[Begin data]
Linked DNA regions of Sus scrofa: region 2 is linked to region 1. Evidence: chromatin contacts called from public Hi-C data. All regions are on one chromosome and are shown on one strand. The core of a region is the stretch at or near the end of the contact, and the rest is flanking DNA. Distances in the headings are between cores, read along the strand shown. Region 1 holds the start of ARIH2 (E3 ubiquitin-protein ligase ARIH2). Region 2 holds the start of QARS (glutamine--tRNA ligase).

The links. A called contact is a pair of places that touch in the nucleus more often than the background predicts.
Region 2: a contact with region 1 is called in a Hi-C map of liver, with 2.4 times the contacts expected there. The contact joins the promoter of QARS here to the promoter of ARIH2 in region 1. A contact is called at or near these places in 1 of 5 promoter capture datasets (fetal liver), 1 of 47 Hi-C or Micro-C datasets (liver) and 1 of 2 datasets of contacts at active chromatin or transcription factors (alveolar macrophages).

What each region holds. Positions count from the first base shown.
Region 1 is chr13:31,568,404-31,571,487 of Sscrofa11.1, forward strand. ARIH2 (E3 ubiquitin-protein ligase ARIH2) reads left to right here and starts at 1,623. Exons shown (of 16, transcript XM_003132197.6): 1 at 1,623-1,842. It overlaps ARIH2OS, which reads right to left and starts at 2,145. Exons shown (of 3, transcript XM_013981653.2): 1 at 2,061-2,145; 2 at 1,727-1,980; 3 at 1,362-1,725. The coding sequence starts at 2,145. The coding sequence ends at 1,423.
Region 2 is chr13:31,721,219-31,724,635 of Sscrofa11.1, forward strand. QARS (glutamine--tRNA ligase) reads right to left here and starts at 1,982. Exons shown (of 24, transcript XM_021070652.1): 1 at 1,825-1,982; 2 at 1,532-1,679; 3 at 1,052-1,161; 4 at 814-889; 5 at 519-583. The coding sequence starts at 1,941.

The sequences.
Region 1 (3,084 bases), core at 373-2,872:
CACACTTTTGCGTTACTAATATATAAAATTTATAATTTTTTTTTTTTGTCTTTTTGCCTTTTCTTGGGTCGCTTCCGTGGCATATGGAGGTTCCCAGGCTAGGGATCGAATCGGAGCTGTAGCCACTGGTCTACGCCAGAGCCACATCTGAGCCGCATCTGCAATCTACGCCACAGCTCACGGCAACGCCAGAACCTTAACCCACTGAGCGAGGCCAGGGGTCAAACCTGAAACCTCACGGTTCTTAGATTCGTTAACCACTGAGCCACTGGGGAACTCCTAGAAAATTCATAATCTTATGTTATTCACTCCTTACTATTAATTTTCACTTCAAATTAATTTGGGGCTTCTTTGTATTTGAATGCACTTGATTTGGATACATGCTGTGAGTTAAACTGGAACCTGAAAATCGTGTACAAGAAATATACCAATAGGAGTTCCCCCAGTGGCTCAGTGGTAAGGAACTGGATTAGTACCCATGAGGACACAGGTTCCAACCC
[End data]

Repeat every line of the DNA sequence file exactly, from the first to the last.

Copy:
Linked DNA regions of Sus scrofa: region 2 is linked to region 1. Evidence: chromatin contacts called from public Hi-C data. All regions are on one chromosome and are shown on one strand. The core of a region is the stretch at or near the end of the contact, and the rest is flanking DNA. Distances in the headings are between cores, read along the strand shown. Region 1 holds the start of ARIH2 (E3 ubiquitin-protein ligase ARIH2). Region 2 holds the start of QARS (glutamine--tRNA ligase).

The links. A called contact is a pair of places that touch in the nucleus more often than the background predicts.
Region 2: a contact with region 1 is called in a Hi-C map of liver, with 2.4 times the contacts expected there. The contact joins the promoter of QARS here to the promoter of ARIH2 in region 1. A contact is called at or near these places in 1 of 5 promoter capture datasets (fetal liver), 1 of 47 Hi-C or Micro-C datasets (liver) and 1 of 2 datasets of contacts at active chromatin or transcription factors (alveolar macrophages).

What each region holds. Positions count from the first base shown.
Region 1 is chr13:31,568,404-31,571,487 of Sscrofa11.1, forward strand. ARIH2 (E3 ubiquitin-protein ligase ARIH2) reads left to right here and starts at 1,623. Exons shown (of 16, transcript XM_003132197.6): 1 at 1,623-1,842. It overlaps ARIH2OS, which reads right to left and starts at 2,145. Exons shown (of 3, transcript XM_013981653.2): 1 at 2,061-2,145; 2 at 1,727-1,980; 3 at 1,362-1,725. The coding sequence starts at 2,145. The coding sequence ends at 1,423.
Region 2 is chr13:31,721,219-31,724,635 of Sscrofa11.1, forward strand. QARS (glutamine--tRNA ligase) reads right to left here and starts at 1,982. Exons shown (of 24, transcript XM_021070652.1): 1 at 1,825-1,982; 2 at 1,532-1,679; 3 at 1,052-1,161; 4 at 814-889; 5 at 519-583. The coding sequence starts at 1,941.

The sequences.
Region 1 (3,084 bases), core at 373-2,872:
CACACTTTTGCGTTACTAATATATAAAATTTATAATTTTTTTTTTTTGTCTTTTTGCCTTTTCTTGGGTCGCTTCCGTGGCATATGGAGGTTCCCAGGCTAGGGATCGAATCGGAGCTGTAGCCACTGGTCTACGCCAGAGCCACATCTGAGCCGCATCTGCAATCTACGCCACAGCTCACGGCAACGCCAGAACCTTAACCCACTGAGCGAGGCCAGGGGTCAAACCTGAAACCTCACGGTTCTTAGATTCGTTAACCACTGAGCCACTGGGGAACTCCTAGAAAATTCATAATCTTATGTTATTCACTCCTTACTATTAATTTTCACTTCAAATTAATTTGGGGCTTCTTTGTATTTGAATGCACTTGATTTGGATACATGCTGTGAGTTAAACTGGAACCTGAAAATCGTGTACAAGAAATATACCAATAGGAGTTCCCCCAGTGGCTCAGTGGTAAGGAACTGGATTAGTACCCATGAGGACACAGGTTCCAACCC